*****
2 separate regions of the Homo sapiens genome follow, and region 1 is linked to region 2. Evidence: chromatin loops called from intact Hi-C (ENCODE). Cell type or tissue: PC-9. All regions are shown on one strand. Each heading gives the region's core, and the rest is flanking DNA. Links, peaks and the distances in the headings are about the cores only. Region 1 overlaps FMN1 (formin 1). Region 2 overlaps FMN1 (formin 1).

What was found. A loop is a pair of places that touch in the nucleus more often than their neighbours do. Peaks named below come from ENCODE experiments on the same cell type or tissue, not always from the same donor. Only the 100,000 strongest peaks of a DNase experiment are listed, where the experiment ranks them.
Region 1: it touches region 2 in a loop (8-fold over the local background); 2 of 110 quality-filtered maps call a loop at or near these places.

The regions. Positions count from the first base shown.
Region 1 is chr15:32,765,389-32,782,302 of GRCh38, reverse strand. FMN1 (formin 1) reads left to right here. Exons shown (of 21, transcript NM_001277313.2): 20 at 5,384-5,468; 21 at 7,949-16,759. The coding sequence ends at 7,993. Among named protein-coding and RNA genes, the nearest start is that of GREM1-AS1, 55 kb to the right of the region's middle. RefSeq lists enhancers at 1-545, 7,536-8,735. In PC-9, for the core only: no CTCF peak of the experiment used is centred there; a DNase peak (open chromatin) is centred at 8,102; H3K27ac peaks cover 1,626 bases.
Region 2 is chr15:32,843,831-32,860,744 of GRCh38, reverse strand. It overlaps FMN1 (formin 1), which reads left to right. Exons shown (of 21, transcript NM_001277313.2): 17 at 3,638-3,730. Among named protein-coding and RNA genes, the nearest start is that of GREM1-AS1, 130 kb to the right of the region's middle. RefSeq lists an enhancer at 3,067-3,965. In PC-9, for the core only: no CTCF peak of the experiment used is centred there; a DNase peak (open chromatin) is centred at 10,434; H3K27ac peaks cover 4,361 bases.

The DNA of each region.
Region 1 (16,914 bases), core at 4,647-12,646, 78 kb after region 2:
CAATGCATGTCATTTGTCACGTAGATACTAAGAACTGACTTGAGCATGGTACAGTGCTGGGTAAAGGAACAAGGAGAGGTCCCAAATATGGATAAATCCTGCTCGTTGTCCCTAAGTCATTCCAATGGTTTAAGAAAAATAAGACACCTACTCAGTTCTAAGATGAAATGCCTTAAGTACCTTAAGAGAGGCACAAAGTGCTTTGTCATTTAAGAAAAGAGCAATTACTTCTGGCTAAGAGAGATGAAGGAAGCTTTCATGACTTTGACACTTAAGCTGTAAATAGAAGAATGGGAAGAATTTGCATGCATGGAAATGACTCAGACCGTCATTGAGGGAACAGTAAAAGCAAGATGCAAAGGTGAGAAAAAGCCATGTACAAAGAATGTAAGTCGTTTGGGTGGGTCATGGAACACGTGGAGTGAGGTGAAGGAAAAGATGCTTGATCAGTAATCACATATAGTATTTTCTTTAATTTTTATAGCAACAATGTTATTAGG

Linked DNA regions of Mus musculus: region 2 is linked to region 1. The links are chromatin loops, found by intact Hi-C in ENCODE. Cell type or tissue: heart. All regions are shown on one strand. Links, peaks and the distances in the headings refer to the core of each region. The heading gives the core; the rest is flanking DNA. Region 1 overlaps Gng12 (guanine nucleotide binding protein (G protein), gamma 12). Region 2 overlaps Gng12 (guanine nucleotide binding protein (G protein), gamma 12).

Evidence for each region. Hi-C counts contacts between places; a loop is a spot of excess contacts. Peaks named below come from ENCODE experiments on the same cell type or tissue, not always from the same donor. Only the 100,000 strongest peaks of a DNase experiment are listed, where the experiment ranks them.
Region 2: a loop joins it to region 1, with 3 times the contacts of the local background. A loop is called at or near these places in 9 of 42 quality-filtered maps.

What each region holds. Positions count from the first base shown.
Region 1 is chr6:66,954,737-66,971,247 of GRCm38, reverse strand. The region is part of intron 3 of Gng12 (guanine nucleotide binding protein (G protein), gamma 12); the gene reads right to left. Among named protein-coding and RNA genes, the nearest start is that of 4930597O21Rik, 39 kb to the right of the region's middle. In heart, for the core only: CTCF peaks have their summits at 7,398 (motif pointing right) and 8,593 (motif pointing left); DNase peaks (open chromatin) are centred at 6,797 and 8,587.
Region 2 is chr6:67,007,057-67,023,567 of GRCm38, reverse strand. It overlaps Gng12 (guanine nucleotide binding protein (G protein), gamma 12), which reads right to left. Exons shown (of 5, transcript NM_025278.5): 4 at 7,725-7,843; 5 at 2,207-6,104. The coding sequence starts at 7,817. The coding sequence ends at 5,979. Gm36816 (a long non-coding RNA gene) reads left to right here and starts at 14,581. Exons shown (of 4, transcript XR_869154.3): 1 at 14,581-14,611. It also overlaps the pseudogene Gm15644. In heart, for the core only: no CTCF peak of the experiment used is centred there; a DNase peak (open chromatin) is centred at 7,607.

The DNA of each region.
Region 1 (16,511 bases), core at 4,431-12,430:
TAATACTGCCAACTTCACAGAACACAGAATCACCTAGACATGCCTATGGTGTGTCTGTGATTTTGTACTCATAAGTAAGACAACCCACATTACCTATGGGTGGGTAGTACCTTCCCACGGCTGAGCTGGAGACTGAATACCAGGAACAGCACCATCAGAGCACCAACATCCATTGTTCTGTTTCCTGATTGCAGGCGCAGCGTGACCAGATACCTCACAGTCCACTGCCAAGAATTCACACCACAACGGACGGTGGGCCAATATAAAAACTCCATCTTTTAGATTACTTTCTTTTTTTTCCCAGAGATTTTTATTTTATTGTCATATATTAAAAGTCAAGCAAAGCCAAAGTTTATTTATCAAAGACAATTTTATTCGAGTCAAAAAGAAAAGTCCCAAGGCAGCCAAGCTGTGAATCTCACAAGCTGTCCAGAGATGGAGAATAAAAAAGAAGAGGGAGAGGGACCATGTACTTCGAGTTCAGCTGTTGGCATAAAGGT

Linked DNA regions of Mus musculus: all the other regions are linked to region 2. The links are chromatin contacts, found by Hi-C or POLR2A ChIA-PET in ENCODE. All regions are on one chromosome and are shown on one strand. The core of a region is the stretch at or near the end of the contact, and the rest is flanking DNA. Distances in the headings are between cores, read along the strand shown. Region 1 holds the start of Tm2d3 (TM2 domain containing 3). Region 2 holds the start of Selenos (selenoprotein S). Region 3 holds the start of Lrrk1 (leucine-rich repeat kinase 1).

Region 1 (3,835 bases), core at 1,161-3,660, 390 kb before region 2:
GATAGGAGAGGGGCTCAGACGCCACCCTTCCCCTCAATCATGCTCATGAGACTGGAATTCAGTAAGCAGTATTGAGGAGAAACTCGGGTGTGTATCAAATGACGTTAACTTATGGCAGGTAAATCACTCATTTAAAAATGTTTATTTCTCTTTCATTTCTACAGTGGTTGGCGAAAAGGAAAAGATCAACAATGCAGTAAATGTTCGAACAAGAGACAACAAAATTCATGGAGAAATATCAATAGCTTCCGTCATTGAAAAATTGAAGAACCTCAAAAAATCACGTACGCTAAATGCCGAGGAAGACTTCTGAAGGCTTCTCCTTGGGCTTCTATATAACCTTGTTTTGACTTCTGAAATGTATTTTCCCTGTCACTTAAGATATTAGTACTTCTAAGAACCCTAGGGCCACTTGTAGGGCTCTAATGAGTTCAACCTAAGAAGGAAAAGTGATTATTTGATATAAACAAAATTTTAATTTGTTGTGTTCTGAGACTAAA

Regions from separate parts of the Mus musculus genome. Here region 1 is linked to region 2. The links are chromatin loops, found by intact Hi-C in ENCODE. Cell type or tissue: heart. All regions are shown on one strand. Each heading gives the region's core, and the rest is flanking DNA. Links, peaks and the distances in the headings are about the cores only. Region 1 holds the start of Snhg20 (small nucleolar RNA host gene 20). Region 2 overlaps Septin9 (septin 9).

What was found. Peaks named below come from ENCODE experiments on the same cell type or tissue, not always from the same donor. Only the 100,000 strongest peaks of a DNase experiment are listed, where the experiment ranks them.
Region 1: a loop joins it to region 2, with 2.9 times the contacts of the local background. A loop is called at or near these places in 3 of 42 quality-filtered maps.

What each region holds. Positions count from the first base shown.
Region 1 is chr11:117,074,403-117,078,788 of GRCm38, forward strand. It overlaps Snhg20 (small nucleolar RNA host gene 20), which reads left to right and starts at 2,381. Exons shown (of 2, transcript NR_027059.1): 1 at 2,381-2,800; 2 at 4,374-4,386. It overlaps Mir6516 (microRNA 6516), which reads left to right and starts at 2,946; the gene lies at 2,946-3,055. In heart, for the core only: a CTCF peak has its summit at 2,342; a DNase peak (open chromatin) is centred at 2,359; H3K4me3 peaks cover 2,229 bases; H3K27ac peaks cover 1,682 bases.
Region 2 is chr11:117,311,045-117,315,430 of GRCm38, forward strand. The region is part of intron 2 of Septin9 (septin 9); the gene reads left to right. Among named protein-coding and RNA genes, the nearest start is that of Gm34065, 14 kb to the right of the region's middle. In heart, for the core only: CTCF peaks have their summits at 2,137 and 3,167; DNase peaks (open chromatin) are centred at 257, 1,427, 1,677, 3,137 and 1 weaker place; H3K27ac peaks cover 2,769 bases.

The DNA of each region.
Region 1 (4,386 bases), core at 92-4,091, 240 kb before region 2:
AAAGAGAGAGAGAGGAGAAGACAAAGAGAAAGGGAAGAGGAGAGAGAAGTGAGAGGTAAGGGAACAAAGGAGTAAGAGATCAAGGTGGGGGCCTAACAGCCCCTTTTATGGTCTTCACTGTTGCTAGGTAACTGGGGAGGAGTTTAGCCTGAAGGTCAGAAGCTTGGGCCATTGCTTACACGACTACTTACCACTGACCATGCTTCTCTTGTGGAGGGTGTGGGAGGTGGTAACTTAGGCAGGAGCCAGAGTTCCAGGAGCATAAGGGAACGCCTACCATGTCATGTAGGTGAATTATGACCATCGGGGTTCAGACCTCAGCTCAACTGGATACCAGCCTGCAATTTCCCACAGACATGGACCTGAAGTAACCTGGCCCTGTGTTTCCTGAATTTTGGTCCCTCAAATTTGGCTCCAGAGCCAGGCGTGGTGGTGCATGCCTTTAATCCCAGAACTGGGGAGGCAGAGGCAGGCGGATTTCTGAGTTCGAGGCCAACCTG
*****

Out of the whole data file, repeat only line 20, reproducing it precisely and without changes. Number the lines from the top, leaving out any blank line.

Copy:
Region 1 (3,835 bases), core at 1,161-3,660, 390 kb before region 2: